Why rely on others to do your advanced analysis when it's so easy to do in Q?
Correspondence analysis, Segmentation, Key driver analysis, MaxDiff, and so many more advanced techniques are easy to use in Q. Because Q guides you through every step and makes many of the tricky decisions for you (we call this Smart Systems).
In Q102 you discovered how to automate your grunt work. Here we up the ante and show you how easy multivariate analysis in Q can be.
Most of the advanced analysis options can be found in Q under the Create menu. Less common options (e.g., TURF) can be found under the Automate menu and even more obscure advanced techniques can be done by using R (Create > R Output). Everything is possible.
While you can do almost any advanced analysis technique in Q, here we show you how to do two of the most common: Correspondence Analysis, and segmentation with Latent Class Analysis.
TIP: Check out the Q Wiki to explore other techniques.
When crosstabs get too big, they become hard to read. Correspondence analysis is used to convert these difficult-to-read tables into perceptual maps. These maps make it easy to spot relationships in the data.
For example, try to summarize the findings from this table…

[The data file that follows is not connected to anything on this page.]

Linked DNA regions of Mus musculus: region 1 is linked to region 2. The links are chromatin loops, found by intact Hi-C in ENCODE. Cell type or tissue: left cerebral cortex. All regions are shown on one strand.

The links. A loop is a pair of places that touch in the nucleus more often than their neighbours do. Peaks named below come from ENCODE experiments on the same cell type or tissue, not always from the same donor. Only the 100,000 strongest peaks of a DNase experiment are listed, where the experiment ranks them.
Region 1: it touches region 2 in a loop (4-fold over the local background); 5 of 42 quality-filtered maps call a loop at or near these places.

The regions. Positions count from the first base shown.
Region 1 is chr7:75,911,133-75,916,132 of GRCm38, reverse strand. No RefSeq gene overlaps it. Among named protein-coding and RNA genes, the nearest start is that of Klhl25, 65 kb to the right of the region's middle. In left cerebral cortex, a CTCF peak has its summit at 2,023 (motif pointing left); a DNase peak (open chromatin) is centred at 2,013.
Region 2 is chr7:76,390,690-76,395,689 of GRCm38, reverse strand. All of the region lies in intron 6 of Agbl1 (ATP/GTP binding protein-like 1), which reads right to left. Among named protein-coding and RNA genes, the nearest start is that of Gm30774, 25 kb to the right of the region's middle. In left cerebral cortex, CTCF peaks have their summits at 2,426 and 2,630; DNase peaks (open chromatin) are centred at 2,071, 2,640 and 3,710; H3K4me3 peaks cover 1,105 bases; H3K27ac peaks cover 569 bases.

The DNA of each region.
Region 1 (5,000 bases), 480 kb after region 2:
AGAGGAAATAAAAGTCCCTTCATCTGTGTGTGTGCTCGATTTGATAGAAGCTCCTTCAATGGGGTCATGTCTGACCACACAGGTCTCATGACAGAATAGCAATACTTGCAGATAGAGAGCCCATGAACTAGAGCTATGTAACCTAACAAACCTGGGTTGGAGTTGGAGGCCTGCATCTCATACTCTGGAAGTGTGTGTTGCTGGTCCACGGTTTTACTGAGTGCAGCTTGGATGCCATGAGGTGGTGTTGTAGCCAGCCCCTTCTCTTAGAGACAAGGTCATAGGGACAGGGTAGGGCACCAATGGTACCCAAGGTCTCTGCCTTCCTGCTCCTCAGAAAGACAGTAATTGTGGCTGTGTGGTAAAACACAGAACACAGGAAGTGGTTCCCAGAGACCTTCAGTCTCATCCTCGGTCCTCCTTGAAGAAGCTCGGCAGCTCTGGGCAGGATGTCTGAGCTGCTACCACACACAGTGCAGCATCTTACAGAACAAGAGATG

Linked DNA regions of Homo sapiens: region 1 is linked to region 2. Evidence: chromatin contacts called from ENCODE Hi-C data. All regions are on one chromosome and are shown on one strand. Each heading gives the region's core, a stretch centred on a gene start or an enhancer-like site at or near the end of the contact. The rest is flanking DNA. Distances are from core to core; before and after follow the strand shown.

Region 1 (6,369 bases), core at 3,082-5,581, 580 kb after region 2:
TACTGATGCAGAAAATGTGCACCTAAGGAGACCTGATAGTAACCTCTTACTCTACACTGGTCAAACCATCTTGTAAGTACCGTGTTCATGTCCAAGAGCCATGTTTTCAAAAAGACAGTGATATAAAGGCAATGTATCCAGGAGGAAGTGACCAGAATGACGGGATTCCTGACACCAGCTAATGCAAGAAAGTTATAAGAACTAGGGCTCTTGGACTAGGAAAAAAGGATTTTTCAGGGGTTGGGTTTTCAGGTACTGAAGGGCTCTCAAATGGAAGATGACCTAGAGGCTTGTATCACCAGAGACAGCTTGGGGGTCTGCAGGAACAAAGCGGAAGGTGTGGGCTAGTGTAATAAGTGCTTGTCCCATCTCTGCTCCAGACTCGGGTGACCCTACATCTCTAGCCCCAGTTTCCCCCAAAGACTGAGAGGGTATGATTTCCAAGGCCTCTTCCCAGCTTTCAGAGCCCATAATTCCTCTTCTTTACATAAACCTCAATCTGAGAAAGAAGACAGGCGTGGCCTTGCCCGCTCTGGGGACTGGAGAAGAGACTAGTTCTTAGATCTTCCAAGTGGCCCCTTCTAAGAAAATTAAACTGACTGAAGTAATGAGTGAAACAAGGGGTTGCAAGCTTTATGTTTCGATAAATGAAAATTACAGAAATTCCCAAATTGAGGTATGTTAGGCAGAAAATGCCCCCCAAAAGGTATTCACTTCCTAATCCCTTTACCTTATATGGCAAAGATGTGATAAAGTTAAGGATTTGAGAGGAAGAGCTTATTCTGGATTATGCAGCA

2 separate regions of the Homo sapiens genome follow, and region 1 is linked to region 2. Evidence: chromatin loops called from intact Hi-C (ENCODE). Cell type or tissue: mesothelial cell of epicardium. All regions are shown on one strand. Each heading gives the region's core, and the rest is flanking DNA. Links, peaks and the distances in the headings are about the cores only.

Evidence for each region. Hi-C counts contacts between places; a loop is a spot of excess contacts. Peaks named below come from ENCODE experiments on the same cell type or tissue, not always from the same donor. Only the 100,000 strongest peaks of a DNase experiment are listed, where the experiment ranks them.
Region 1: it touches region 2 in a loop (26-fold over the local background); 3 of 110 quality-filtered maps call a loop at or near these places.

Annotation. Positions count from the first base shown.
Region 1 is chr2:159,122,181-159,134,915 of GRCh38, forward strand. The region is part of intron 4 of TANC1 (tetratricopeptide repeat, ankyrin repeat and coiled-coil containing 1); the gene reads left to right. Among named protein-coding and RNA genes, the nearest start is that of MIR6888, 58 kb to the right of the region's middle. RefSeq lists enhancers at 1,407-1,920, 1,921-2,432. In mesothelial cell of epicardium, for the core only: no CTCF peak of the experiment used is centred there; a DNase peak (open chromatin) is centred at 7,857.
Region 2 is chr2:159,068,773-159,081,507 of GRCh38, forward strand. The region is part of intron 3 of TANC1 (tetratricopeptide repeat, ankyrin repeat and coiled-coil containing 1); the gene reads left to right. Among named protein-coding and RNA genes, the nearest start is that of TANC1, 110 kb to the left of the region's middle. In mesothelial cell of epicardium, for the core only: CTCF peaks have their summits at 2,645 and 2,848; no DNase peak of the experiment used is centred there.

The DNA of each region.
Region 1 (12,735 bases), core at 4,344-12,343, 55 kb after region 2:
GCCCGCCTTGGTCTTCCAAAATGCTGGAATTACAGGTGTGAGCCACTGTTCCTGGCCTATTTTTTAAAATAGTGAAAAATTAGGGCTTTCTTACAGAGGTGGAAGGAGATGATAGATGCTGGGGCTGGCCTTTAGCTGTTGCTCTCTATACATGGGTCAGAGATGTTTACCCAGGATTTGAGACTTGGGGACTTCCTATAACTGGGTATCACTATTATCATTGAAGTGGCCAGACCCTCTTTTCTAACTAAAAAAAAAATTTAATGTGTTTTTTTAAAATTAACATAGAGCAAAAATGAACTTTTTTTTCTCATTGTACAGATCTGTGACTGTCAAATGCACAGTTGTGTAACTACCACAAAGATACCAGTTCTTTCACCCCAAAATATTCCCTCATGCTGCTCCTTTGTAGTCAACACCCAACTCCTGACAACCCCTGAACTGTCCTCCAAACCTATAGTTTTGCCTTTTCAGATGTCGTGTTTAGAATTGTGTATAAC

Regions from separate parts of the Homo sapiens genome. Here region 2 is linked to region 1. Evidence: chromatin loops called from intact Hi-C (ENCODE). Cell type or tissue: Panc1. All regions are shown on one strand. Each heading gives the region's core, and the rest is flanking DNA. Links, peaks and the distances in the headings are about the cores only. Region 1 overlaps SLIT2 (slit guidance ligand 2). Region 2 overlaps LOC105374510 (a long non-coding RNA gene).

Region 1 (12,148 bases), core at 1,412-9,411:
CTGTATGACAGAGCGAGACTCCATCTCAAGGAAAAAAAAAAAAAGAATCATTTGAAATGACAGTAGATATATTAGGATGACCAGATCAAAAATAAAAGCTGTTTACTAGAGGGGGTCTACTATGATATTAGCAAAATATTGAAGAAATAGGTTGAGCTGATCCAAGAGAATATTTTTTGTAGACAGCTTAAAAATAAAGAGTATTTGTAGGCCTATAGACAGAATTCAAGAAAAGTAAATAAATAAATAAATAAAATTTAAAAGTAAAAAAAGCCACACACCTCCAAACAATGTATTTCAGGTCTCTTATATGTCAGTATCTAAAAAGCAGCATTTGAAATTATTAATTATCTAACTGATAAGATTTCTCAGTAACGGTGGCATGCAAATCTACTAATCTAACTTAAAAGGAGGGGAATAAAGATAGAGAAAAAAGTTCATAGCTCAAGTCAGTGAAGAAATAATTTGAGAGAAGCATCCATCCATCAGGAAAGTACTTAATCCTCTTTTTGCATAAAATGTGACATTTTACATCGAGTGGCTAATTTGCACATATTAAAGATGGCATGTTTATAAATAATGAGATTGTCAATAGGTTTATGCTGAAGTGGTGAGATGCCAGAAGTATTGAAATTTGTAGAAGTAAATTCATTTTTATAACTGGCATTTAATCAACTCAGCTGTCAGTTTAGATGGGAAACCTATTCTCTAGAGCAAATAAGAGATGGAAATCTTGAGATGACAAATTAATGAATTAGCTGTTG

In this post we will show you how to do correspondence analysis quickly and easily with both a traditional scatterplot, and with the easier-to-read moon plot.
If you don’t have your own data, click here to download ours.
Step 1: Open your data in Q and select the question or questions you want to analyze in the blue dropdown (and brown dropdown if you are analyzing a crosstab).
Step 2: At the top of the Q window, select Create > Dimension Reduction > Correspondence Analysis of a Table.
Note that a new menu appears on the right side of your screen.
Step 3: In this new right hand menu, you need to connect the table you just created to the Correspondence analysis. To do this, click on the dropdown called Input Tables(s) and select the table you created in Step 1.
Step 4: Click the red Calculate button that’s on the right of your screen. While you are there, click the Automatic checkbox (this means that all your analysis will re-run automatically when the input data or options change – like when you update a tracker).
Step 5: Tidy your map by dragging it to the correct size and moving around the labels.
Step 6: Export it to PowerPoint using the PowerPoint icon on the main toolbar.
The challenge of using a traditional scatterplot for correspondence analysis is in interpreting it correctly. The best way to interpret the perceptual map is to draw a line from the brand to the center of the map. Then draw a line from the centre of the map to the attribute. Then measure the angles. Those with the smallest angles have the strongest relationships.
Or if you want an easy to read visualization, with no need to measure angles… try viewing your data as a moonplot.
TIP: Correspondence analysis easily be used on different types of data (counts, percentages, averages, multiple-response grids etc.). The data just needs to be on the same scale.